New administration faces same questions on federal transportation funding – 95.5 WSB

The agreements between Republicans and Democrats, both locally and nationally, seem as few and far between as ever. But the politics of polarization, a game which both sides masterfully plays, takes a backseat in the discussion of transportation and infrastructure funding. Former South Bend, Indiana mayor and Democratic presidential candidate Pete Buttigieg’s 86-13 Senate confirmation as Transportation Secretary last week is one example of how transportation interest crosses party lines.

Both the left and the right believe in massive federal funding for roads, bridges, transit, and the like. There is no shortage of lawmakers (especially during an election period) presenting constituents with lavish packages detailing expansive projects and initiatives that will bring jobs, attract commerce, address climate change, and make said district or state or country cutting edge. Buttigieg did just that during his 2020 presidential campaign. There is a shortage, however, in funding these plans.

Former President Donald Trump campaigned for more than $500 billion in transportation funding in the stretch run of the 2016 election. That robust measure never really took flight when the administration began in 2017. A version of that plan finally passed in the Democrat-controlled House of Representatives in early 2020, but the high price tag shooed off enough Republicans to hold it up in the Senate. In fact, then-Senate Majority Leader Mitch McConnell (R-KY) made sure to not include it in a pandemic response bill last spring. McConnell’s wife, Elaine Chao, was Trump’s Transportation Secretary. Dinner that April evening must have been fun.

The new administration’s $2 trillion “Build Back Better” infrastructure plan includes aggressive efforts in green energy and an overall focus on climate change. Initiatives vary from heavy investment in mass transit, to a higher focus on electric and autonomous vehicles. But they also will aim to tackle the huge tasks of repairing ailing bridges and improving traffic-weary roads in growing metropolitan areas.

President Biden and Secretary Buttigieg will likely face the same difficulties as Trump in getting their pricey package approved, better yet, funded.

“[Their] plans are no different than Obama and Trump’s – spend more on new roads and bridges,” veteran Capitol Hill reporter and “Regular Order” newsletter author Jamie Dupree told the AJC and 95.5 WSB. “The biggest stumbling block is simple,” Dupree explained. “How do you pay for it? Most people don’t want to vote to increase gas taxes. The big problem is that as we transition more to hybrids and electric vehicles, they don’t buy as much or any gas! So how do you get the revenue?”

Dupree said that the White House is exploring a radical departure from a federal gas tax that hasn’t increased in 28 years and draws in less and less money, as cars become more fuel-efficient. But he said a new plan of charging drivers by vehicle miles traveled (VMT) is controversial. The government would have to track how vehicles travel, similar to a moving electric or water meter. While some states and other countries track VMT in a limited manner, the idea seems foreign and radical to many in the states.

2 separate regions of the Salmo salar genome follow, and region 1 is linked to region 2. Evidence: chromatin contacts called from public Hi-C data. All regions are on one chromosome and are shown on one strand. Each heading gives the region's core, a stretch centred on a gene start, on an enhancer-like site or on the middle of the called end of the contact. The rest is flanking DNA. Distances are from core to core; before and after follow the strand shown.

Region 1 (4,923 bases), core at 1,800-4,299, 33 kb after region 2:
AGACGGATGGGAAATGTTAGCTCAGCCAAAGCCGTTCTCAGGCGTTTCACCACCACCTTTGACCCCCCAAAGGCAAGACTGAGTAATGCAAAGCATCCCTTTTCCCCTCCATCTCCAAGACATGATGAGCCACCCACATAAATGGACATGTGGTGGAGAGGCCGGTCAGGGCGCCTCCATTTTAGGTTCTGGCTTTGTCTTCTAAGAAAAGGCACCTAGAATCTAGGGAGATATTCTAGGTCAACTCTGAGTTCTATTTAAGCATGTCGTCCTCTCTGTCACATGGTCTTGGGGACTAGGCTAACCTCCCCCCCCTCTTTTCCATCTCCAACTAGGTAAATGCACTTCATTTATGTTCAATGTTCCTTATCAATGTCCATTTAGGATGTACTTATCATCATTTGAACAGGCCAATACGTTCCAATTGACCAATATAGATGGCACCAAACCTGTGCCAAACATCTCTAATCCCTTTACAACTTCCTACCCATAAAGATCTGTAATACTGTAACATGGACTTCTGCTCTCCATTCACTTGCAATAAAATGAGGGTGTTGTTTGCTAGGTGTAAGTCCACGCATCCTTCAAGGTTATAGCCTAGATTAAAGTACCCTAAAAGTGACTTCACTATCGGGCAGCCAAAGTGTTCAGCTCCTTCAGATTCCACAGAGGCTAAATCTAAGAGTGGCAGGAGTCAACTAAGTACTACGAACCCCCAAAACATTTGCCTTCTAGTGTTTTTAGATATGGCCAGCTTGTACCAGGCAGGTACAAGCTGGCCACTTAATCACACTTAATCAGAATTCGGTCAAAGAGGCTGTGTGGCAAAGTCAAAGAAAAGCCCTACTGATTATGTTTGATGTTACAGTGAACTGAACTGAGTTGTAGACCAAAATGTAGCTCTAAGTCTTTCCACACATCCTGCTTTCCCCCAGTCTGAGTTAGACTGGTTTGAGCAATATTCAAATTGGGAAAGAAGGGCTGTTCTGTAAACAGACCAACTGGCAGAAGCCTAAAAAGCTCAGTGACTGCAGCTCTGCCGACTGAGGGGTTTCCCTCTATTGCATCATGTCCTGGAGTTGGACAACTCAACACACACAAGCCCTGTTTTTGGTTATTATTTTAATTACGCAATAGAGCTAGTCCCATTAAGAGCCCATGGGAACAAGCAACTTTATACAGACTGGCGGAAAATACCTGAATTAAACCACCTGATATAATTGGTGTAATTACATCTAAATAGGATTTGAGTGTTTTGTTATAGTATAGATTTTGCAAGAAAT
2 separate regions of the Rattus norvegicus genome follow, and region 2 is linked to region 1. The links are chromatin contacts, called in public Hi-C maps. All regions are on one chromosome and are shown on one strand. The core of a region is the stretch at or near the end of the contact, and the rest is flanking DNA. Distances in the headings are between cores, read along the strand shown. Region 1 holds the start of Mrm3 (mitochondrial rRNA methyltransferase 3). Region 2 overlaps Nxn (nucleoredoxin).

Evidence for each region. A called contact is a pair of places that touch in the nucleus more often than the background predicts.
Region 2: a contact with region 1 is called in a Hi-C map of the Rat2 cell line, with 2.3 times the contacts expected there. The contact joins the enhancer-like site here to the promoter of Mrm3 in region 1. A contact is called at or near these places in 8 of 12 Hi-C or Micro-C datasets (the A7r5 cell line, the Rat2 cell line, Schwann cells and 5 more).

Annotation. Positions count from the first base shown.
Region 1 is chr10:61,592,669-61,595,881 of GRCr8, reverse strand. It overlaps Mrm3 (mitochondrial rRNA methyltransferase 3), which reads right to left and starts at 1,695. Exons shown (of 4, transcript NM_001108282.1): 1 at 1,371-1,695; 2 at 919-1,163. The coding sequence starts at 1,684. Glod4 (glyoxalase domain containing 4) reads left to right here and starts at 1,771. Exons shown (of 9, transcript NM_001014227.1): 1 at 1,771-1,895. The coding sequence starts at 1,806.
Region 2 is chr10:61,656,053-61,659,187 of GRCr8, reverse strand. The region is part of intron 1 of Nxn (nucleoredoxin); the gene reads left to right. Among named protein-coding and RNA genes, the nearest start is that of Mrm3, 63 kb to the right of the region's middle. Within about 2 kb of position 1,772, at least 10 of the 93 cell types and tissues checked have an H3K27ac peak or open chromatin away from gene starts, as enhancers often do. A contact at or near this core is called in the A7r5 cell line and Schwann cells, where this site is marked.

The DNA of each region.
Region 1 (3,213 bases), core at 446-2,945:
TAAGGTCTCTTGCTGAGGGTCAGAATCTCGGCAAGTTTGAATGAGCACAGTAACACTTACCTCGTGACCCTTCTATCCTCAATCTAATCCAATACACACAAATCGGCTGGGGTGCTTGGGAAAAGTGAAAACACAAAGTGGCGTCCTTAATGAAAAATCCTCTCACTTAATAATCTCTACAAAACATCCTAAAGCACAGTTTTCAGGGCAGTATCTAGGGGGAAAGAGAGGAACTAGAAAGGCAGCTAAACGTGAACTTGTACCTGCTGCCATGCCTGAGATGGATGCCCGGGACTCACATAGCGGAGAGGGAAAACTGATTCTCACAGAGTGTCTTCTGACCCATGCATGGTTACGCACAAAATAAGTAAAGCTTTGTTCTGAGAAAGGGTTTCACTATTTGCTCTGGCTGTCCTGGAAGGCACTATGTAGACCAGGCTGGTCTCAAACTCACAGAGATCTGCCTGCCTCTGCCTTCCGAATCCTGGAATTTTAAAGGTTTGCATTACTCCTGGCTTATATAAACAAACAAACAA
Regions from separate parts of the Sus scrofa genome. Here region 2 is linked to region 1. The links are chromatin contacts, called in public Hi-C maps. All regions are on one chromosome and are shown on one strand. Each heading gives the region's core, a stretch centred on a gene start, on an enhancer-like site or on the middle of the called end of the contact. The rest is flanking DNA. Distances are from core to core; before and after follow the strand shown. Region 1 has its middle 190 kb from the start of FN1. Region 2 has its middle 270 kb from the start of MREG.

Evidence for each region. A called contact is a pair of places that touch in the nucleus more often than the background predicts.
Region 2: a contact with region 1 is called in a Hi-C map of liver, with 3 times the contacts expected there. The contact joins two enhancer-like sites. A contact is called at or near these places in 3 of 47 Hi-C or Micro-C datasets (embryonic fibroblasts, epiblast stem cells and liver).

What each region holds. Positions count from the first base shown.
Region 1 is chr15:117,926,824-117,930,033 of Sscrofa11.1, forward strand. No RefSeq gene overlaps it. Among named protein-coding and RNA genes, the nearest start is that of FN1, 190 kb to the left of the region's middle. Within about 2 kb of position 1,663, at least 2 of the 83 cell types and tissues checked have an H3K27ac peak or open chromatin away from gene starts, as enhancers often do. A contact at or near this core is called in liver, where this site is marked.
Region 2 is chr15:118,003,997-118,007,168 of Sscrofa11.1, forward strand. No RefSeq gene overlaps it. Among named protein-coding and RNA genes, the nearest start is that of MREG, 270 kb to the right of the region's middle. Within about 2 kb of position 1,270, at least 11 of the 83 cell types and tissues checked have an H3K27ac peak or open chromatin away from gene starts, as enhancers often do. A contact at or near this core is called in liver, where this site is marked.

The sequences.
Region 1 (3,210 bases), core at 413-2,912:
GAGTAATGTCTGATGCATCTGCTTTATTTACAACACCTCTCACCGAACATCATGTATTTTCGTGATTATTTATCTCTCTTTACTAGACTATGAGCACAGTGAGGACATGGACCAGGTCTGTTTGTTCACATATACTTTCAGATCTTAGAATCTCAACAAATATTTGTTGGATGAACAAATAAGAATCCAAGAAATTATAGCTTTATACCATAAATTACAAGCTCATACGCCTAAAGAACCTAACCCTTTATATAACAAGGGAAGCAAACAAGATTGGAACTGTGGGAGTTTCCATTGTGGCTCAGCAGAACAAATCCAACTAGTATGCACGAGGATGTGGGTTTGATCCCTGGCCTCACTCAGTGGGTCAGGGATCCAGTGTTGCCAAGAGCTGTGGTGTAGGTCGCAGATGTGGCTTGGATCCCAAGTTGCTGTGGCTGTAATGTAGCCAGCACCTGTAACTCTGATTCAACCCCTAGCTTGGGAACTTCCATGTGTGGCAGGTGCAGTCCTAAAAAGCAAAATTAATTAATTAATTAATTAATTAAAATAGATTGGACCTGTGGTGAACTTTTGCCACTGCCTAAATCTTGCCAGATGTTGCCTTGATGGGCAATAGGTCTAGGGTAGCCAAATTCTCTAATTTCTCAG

Adding the phrases “government-tracking” and “tax increase” to any policy is often the recipe for political poison.

So the feds and the states may need to collaborate to build more toll roads to fund a pricey infrastructure plan. Departments of Transportation nationwide have leaned this way in recent years, as evidenced by the proliferation of Express Lanes in Metro Atlanta in the last decade. And there are many more variably-priced toll lanes to come in the 2020s in the Peach State.

GDOT has battled both the decrease in fuel taxes and an erosion of funding in the state budget for years, spurring its push for those toll lanes.

Public-private-partnerships, where investors help foot the bills and then share in later revenue-collection, have helped accelerate the expansion of both toll lanes and other big projects, such as “Transform I-285/GA-400” in Sandy Springs. PPPs help Georgia flatten up-front costs, so GDOT can build more sizable projects simultaneously.

Georgia has been inventive in pushing big transportation projects forward and Biden, Buttigieg, and U.S. DOT will have to be also. The Trump Administration was unable to pass a huge infrastructure bill with heftier favorable party margins in both sides of Congress. Biden and Buttigieg will likely have to walk a tightrope to widen more roads.

But the good news here is that traffic is a unity ticket. Frustration with any kind of travel delay unites many, regardless of ideologies or demographics. The nitty gritty of bridge building and electric vehicle research do not, however, impassion many people. Less emotion means less interest, which means transportation plans often slide to back burners.

With the nearly-$2 trillion COVID-19 relief package in the balance and a series of virus-related unknowns on the horizon this year, traffic pain may not yet hit lawmakers in the feels. And paying for infrastructure may become even more difficult after doling out pandemic aid. So don’t be surprised if the legislative gridlock in Washington D.C. stymies policy in aiding traffic gridlock nationwide.

Doug Turnbull, the PM drive Skycopter anchor for Triple Team Traffic on 95.5 WSB, is the Gridlock Guy. He also hosts a traffic podcast with Smilin’ Mark McKay on wsbradio.com. Contact him at [email protected].